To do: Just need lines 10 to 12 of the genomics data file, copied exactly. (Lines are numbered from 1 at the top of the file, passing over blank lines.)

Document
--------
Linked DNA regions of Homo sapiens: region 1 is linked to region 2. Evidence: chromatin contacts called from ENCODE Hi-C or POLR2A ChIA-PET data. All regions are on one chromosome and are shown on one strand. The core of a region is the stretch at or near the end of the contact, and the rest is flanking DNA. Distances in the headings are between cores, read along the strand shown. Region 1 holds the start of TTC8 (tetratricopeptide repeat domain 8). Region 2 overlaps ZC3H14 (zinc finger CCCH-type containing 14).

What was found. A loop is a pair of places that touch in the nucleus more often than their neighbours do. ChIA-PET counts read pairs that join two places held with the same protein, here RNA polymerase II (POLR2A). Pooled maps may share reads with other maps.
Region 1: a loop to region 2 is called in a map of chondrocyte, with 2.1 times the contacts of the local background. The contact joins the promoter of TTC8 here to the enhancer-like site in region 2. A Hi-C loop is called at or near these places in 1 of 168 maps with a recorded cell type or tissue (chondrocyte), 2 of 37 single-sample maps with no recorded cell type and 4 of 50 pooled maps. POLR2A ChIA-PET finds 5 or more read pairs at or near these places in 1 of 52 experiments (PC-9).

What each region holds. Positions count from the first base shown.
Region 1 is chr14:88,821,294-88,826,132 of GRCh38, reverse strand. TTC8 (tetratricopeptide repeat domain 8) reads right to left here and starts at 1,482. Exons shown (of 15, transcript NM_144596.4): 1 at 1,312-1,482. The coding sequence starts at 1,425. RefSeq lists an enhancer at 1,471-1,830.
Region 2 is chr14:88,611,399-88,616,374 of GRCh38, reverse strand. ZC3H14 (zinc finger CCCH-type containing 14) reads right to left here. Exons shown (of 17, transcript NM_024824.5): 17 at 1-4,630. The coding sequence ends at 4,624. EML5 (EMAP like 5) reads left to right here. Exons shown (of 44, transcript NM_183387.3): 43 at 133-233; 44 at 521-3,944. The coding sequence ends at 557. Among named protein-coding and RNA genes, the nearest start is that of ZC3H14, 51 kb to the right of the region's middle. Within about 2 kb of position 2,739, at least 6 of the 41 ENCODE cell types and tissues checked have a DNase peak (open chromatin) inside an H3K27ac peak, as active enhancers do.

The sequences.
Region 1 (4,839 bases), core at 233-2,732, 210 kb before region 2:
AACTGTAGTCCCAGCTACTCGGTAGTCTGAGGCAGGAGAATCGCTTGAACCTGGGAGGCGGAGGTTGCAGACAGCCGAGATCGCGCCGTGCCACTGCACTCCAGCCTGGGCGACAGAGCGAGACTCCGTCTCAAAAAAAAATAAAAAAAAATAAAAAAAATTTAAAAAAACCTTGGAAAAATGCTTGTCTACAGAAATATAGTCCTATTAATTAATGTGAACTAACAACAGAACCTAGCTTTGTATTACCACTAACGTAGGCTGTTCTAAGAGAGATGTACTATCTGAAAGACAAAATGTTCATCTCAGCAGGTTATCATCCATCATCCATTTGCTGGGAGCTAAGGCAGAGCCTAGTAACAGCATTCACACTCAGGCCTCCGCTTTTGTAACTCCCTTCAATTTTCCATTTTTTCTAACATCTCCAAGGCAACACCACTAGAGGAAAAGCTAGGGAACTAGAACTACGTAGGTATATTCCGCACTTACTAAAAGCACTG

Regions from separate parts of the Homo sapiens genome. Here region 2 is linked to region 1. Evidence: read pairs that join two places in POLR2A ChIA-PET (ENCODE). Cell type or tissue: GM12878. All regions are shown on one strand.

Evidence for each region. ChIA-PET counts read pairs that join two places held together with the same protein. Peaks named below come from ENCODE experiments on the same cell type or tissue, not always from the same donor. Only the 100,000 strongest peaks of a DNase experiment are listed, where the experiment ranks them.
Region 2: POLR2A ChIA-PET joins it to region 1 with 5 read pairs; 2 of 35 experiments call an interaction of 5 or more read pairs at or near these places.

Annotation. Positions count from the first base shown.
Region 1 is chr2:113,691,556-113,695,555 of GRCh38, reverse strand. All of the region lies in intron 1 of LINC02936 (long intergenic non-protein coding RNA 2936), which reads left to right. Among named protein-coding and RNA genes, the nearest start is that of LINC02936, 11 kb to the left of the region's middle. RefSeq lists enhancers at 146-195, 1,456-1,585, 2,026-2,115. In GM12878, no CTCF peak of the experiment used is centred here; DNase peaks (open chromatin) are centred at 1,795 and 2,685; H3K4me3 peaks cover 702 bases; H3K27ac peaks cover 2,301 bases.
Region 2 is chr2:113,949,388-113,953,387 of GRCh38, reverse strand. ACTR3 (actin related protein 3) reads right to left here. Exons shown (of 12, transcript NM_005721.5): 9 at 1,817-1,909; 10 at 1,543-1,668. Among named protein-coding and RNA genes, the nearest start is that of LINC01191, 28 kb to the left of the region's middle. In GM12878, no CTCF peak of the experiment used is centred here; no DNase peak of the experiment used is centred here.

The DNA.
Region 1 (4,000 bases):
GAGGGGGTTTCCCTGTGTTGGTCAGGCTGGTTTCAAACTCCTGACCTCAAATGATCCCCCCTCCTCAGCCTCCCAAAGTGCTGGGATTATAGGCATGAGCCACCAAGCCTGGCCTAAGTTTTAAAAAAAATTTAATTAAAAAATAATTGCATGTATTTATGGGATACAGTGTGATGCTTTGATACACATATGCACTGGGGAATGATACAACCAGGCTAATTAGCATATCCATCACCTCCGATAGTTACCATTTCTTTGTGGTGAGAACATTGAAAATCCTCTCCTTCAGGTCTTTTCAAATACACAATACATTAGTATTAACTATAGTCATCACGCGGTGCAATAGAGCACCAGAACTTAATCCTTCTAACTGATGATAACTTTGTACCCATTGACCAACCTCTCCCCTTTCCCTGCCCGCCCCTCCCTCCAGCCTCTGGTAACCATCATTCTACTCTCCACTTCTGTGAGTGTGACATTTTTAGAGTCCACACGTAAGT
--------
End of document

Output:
Regions from separate parts of the Homo sapiens genome. Here region 2 is linked to region 1. Evidence: read pairs that join two places in POLR2A ChIA-PET (ENCODE). Cell type or tissue: GM12878. All regions are shown on one strand.

Evidence for each region. ChIA-PET counts read pairs that join two places held together with the same protein. Peaks named below come from ENCODE experiments on the same cell type or tissue, not always from the same donor. Only the 100,000 strongest peaks of a DNase experiment are listed, where the experiment ranks them.
Region 2: POLR2A ChIA-PET joins it to region 1 with 5 read pairs; 2 of 35 experiments call an interaction of 5 or more read pairs at or near these places.